By LESLIE EIKLEBERRY
While the city’s streetscape project, once it is completed, has been touted as a benefit for downtown Salina, what tends to be ignored is the effect that the major construction project currently is having on merchants in the area.
Despite the multiple parking lots, many shoppers are avoiding downtown stores because parking is at a minimum along Santa Fe and adjoining side streets. The merchants’ struggle forced one boutique owner to take to social media.
Valerie Linenberger, owner of True Betty Boutique, 108 N. Santa Fe, wrote the following on her Facebook March 27:
Hello, Facebook Friends! I wanted to share with you a little bit of information before it’s too late. It’s no secret Downtown Salina has been hurting. The construction project is going to be fantastic when it’s over, but that isn’t expected for at least another year. As a result, downtown business owners are contemplating closing their businesses due to lack of sales. This is going on RIGHT THIS MINUTE. Unfortunately our customers are avoiding coming to see us, even though we have ample parking behind our businesses and we are selling nearly our entire inventory at cost or less. Now more than ever, Downtown businesses need your support to continue offering unique shopping experiences and fun, free events. Most businesses are down 50-75%. At this point, we are struggling to keep our lights on. I know it’s fun and easy to shop with online businesses, but if you want to continue having a place to try on clothes any day of the week, walk into a flower shop that’s been operating for over 50 years, purchase a unique gift for a friend’s birthday, sample unique flavors from local restaurants and chefs, or decorate your home, we need your help. If deliberate action isn’t taken soon, Downtown Salina will be full of big box chain vendors and corporations in other states will be taking your money with them.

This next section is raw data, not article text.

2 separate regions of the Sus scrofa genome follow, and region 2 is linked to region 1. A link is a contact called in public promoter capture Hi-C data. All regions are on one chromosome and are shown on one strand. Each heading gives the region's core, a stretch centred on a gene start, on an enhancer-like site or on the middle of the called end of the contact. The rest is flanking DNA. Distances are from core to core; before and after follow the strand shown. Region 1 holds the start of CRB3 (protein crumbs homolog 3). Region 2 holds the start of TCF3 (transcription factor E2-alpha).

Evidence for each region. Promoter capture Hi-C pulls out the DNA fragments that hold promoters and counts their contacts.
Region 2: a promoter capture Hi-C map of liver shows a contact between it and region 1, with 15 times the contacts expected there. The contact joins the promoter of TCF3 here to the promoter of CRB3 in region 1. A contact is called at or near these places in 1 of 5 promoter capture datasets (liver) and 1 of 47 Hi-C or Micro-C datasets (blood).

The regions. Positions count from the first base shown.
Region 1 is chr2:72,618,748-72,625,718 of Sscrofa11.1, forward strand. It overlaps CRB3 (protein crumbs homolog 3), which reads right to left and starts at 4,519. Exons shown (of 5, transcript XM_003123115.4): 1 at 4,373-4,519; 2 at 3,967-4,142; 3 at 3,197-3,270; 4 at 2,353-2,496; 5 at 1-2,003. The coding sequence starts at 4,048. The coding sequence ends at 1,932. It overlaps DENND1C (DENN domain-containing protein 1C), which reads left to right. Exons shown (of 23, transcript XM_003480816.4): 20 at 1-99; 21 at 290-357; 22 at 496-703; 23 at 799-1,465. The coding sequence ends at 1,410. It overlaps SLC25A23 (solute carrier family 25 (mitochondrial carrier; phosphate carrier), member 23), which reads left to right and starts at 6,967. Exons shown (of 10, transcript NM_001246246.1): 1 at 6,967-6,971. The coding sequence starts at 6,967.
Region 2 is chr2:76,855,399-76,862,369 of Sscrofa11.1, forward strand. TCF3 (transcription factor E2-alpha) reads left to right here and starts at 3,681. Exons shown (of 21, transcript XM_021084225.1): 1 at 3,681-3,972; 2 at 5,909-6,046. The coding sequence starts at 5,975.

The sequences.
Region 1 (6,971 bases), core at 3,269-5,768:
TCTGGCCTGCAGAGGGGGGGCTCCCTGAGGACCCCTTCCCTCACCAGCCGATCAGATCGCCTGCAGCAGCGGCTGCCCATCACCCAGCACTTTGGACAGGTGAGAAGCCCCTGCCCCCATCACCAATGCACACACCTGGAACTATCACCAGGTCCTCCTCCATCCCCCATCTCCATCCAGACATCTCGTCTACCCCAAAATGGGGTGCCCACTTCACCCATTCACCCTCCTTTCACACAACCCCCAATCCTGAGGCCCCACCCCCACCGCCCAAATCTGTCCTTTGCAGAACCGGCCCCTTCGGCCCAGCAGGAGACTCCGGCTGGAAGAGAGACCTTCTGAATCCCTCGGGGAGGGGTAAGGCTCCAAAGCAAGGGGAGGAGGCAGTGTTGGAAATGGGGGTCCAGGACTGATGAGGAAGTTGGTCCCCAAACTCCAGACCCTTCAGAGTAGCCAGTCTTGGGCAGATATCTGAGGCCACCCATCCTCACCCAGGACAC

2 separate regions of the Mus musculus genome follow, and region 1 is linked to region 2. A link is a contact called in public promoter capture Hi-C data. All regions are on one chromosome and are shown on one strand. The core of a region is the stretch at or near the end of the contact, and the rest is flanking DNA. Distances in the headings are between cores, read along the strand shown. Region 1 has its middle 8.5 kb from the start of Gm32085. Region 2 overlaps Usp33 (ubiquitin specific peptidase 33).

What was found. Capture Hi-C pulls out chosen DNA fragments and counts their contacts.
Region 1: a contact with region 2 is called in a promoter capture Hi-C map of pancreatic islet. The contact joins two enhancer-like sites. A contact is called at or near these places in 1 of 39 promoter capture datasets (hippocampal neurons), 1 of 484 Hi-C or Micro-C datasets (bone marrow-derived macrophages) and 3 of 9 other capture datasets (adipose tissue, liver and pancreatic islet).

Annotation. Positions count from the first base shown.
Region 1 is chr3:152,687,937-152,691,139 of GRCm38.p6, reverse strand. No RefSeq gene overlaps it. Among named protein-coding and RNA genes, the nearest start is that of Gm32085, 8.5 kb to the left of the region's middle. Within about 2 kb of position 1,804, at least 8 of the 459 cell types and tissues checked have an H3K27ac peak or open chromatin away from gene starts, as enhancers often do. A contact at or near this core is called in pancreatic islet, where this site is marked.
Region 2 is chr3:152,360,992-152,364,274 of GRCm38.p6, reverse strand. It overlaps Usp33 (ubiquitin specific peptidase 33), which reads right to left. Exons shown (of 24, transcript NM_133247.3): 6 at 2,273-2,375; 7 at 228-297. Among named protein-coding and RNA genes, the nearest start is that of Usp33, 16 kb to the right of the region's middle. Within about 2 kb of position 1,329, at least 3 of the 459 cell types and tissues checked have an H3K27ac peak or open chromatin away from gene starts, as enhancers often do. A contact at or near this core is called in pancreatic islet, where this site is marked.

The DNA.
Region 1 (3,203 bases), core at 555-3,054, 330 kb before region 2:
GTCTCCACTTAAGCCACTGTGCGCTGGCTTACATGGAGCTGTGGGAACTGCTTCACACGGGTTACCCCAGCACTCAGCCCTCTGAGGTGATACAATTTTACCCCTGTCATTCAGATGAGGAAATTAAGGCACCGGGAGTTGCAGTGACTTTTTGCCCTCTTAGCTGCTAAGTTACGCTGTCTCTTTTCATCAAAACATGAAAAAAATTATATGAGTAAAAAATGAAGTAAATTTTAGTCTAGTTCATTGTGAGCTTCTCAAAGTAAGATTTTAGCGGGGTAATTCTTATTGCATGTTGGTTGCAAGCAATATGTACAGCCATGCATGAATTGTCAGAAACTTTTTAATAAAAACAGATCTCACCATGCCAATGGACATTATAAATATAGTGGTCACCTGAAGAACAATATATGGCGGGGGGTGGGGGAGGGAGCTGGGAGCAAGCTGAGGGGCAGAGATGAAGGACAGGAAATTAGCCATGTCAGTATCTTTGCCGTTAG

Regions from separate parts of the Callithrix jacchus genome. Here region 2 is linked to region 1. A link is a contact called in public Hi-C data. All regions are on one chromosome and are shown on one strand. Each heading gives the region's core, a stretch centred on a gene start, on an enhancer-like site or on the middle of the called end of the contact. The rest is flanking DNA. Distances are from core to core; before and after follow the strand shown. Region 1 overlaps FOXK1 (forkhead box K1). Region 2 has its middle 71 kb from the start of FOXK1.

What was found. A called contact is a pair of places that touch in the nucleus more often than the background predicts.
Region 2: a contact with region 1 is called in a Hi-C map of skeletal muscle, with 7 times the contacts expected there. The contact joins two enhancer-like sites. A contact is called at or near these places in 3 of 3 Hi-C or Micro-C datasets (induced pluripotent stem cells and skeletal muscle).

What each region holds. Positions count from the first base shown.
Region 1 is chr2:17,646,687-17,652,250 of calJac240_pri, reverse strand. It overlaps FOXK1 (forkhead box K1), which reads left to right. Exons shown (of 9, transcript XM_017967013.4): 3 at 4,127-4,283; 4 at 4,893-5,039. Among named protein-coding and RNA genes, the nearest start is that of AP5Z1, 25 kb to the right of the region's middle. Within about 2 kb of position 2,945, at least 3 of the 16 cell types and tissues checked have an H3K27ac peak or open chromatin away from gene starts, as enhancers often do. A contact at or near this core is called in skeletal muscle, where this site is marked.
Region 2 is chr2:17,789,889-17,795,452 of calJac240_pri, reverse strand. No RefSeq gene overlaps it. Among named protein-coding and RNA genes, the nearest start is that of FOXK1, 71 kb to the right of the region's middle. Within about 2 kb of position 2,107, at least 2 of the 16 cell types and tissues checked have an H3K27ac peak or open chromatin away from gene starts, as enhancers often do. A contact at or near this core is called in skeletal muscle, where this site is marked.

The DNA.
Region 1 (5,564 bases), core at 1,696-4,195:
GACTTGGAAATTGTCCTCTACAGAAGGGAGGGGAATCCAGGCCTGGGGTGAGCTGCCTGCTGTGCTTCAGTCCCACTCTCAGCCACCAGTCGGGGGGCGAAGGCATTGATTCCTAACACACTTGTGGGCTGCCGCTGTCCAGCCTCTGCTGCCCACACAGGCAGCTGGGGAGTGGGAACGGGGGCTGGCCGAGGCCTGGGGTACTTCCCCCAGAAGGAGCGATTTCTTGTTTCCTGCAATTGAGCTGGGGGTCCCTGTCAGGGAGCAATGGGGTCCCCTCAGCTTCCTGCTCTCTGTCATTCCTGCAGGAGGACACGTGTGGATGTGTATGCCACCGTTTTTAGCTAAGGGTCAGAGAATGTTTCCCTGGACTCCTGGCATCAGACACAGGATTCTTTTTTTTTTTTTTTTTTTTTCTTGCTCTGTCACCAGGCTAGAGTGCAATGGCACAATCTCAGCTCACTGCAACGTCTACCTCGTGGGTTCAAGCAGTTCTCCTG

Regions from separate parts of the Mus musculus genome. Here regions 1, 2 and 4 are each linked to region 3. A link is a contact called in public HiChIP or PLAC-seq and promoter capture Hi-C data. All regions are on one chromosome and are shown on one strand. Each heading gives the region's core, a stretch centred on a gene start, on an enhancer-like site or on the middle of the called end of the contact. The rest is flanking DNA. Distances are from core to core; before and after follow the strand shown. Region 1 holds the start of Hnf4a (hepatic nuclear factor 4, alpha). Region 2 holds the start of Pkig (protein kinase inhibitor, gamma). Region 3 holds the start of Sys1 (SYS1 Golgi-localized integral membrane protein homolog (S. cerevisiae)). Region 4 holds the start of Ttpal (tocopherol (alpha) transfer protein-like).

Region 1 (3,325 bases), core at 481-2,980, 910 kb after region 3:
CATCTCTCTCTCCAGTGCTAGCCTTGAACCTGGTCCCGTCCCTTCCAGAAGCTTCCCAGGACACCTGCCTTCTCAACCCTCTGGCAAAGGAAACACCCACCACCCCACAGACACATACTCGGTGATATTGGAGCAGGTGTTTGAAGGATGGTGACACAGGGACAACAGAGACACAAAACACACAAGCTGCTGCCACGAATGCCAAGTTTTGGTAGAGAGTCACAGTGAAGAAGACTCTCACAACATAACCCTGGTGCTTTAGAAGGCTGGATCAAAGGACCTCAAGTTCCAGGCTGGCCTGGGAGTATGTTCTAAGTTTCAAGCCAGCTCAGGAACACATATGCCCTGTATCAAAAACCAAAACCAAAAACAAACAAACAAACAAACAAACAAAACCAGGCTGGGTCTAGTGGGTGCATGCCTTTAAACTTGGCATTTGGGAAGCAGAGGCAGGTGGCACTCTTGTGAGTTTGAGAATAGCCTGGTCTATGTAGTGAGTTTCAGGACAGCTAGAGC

Please keep Downtown Salina LOCAL! We’re raising our families with you, donating to your causes, and doing business with the companies you work for. Please ♥️ and SHARE this post to start a Downtown Support Revolution! Thank you for your support!
Linenberger said she made the post because she wanted people to know just how dire the situation is for a number of downtown merchants.
“There are so many times in Salina that a store will go out of business and nobody knew ahead of time that they were struggling and so I wanted to make sure that, you know, that wasn’t the case with downtown Salina. That people knew what was going on and if they wanted to save our downtown with independent businesses that they would have an opportunity to do that before we swallow that last gulp of air,” she said.
Linenberger said the reaction to her post has been favorable.
“Most people had no idea how badly it was affecting downtown businesses,” she said.
For Laura Underwood at Laura’s Antiques, 109 S. Santa Fe, the situation is critical.
“I would say that we’re doing about a third of the business that we were doing two years ago. Hopefully it will get better for us when they are done in front of us, because that’s really killed us,” Underwood said. “This block really got hurt last year when they started the block south of us because they closed the northbound lane and people did not understand the detour directions and so in this block, our downward spiral started a year ago. I don’t think a lot of people realize how badly that hurt us.”
Peggy DeBay, who owns the Flower Nook with her husband, Wayne, said the construction has affected their business.